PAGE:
The mood was reverent. Intimate, one might venture. Enveloping distortion felt welcomingly abrasive – a completely different atmosphere from his packed 2015 show. Shamir spouted prophecies, excerpts from some unwritten manifestos, and loving advice with equal frequency from atop his platform. Among them were the importance of DIY music and how queers, femmes, and POC were the future of punk: a statement that many in the audience, us included, seemed to confirm.


Shamir, as most people know, is a Las Vegas native, ‘discovered’ at the ripe age of 18. What many people don’t know is that Shamir cut his teeth playing in punk bands with Christina and others around the city. When we spoke to him after the show, He told us about the lack of all-ages and DIY spaces and how Vegas was a bit of a dead spot for independent music. “It was actually easier to get booked when we would travel or go down for SXSW than it was to get shows in our own hometown,” he recounted, “The first time I played a headlining show in Vegas was when I toured for Ratchet. I still didn’t want to play at any 21+ venues though.”

He talked about how his departure from XL had been a tough, but ultimately progressive decision. Most people didn’t know that before Ratchet, Shamir’s music had always sounded like Revelations. Northtown was an experiment into drum machines, and after it caught on, Shamir and his producer began to fashion Ratchet together.

Shamir recounts, “I felt that it was honestly more of his project than mine.” As the project took off, Shamir found himself less and less enchanted with it, “The moment I realized that I didn’t believe this songs – and I remember it, it was right after I had performed on the Tonight Show or something. I was on national television singing a song that I didn’t even believe in anymore – That was when I realized I couldn’t do it.”

When Shamir met with XL to talk about a Sophomore effort, he said he wasn’t interested in continuing with the style. They responded by dropping him from their lineup.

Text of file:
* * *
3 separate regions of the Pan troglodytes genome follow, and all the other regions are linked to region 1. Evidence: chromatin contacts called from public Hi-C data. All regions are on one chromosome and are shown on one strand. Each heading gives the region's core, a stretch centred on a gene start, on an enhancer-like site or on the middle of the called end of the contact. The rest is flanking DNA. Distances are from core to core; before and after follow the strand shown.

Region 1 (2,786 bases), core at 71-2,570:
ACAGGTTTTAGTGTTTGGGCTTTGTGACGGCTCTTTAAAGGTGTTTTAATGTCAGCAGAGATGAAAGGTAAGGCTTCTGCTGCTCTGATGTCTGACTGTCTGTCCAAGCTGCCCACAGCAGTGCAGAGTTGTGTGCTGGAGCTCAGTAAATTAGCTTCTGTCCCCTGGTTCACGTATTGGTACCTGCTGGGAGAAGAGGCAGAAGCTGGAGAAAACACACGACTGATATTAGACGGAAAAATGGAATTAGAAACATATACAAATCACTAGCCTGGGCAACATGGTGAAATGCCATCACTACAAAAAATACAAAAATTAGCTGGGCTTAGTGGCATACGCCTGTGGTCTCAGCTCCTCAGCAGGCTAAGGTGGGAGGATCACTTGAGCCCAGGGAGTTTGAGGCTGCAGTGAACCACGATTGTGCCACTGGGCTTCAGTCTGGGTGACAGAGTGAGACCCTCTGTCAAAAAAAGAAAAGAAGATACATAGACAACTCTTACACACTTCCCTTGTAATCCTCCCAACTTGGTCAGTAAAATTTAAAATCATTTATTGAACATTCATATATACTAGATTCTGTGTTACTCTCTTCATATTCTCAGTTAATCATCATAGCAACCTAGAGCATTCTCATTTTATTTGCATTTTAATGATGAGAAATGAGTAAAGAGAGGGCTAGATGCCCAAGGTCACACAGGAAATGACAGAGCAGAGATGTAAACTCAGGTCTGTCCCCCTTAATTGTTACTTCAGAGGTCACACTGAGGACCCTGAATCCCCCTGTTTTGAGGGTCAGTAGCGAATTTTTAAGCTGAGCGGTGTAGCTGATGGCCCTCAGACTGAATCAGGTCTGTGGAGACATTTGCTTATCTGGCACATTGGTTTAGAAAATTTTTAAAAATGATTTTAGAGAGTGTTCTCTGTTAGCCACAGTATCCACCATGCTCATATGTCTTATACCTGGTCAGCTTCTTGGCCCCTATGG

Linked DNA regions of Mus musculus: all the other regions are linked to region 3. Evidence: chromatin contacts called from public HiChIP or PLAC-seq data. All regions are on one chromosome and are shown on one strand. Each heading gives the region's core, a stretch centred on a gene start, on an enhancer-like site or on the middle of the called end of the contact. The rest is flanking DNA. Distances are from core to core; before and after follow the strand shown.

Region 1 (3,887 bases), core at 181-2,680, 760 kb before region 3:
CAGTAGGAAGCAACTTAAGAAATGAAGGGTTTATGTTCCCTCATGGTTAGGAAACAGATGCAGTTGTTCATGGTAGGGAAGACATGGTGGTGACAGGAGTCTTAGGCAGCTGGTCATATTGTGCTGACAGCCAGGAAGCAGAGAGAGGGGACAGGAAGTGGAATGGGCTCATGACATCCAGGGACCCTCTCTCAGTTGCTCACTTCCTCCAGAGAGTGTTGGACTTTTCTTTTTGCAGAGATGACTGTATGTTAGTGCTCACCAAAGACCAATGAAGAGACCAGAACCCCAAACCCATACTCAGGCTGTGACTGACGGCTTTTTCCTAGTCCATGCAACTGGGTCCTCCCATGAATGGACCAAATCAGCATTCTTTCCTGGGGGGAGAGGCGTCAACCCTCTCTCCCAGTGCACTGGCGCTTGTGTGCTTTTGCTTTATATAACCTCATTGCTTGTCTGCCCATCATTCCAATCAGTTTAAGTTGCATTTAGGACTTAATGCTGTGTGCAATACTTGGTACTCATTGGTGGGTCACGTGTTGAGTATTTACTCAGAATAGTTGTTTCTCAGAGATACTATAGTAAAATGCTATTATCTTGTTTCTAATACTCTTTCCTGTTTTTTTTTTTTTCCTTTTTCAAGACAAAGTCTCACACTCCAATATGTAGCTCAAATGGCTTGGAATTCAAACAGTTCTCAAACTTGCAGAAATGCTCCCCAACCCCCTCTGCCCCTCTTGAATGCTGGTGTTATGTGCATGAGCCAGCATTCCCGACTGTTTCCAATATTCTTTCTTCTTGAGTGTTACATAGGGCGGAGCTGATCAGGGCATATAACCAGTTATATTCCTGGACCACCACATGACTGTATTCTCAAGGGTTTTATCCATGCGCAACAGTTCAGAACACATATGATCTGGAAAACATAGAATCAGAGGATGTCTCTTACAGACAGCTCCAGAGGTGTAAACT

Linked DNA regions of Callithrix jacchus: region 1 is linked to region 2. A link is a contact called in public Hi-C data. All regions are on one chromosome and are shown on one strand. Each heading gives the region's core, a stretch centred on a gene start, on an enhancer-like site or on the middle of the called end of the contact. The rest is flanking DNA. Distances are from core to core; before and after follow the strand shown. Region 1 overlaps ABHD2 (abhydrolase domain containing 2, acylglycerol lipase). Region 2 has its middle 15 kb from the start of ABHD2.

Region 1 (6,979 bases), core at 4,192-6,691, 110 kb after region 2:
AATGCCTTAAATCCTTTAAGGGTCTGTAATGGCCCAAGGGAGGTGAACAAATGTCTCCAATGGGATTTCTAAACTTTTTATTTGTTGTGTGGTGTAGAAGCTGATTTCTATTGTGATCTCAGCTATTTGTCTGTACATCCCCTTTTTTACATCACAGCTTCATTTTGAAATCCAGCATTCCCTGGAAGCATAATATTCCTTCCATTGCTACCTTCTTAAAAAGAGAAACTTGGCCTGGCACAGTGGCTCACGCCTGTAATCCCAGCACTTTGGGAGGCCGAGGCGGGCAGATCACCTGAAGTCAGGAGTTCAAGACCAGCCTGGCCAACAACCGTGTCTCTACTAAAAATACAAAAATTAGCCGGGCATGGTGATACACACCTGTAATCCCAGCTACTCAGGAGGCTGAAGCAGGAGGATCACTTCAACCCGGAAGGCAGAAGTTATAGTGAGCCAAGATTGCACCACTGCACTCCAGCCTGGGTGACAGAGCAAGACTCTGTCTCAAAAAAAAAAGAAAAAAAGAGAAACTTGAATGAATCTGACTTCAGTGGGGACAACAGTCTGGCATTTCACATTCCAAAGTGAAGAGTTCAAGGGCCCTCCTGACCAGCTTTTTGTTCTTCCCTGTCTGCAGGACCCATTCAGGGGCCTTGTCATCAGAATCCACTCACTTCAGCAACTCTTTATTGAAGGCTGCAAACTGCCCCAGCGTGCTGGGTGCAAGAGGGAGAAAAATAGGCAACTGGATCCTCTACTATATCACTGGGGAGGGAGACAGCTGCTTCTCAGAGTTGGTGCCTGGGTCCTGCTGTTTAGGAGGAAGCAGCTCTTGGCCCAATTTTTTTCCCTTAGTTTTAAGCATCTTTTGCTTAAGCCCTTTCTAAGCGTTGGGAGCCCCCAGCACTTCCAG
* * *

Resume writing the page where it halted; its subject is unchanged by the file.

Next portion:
“Well, Jessi over at Father Daughter – I love her – reached out to me and offered to pick me up. I was so upset about being dropped, but Father Daughter was there like, ‘I got you. Don’t worry, I got you.’”

Shamir’s release on Father Daughter included a tour – the old fashioned kind: just a bus and some dates – but the lack of fanfare doesn’t seem to bother him.

“I feel amazing. I’m playing with people I love: my best friend Christina is playing bass, the drummer from my favorite f****** band, Vivian Girls, is playing with me, that’s Fiona. She’s also our tour manager, she’s incredible. Our opening act, Partner, is a f****** amazing queer femme band. It’s been one of the best times of my life.”

His confidence is contagious. It’s easy to dive into conversations about whatever: ours included PWR BTTM’s fall from grace, Shamir being a bad b*tch in high school, and opening up a pit at a show. Somewhat related topics, actually.

“If you look at all the best guitar rock/punk albums that have been coming out recently, its from femmes, queers, and POC,” Shamir argued. Most music publications tend to agree, but after seeing Shamir’s performance, I didn’t need any extra convincing that punk’s future was leaning Queer. Punk and DIY music has long had themes of resistance, mental illness, and introspection woven into its verses, and as punk’s “Boys’ Only Club” mentality has begun to falter, previously unheard voices have begun to take their rightful place.

“With PWR BTTM, we had all put all our support behind them, but we can do better.” Shamir predicted. We both nodded.




Shamir’s bio on Soundcloud feels like a sign posted for lost travelers. Comments and feedback on Hope, the Soundcloud exclusive release, are overwhelmingly positive and encouraging: “Keep doing you!” “Plz don’t quit!” Shamir’s old videos feel plastic in comparison to these grainy, potent documents of growth. The old products just don’t quite hold water anymore, especially after our conversation with the artist himself.

We asked Shamir what’s next, and his eyes brightened a bit more, “ I’ve already got my next single done and I’m really excited to show it. It’s stuff that no one’s gonna be ready for. I’m working with a producer who’s worked with some really big names, and I’ve got a part in all of it.”

The now 23-year-old seems much more poised to determine his direction than he did at 19. He told us that he doesn’t regret releasing his first project the way that he did, but now, with friends at his back and his own hands on the helm, he’s prepared to make a re-entrance and a re-introduction.

Luke Martinez and Ilana Harris are DJs, interviewers, and general DIY enthusiasts on the Record Hospital. Follow their weekly show, MNMWLNL, via the WHRB website.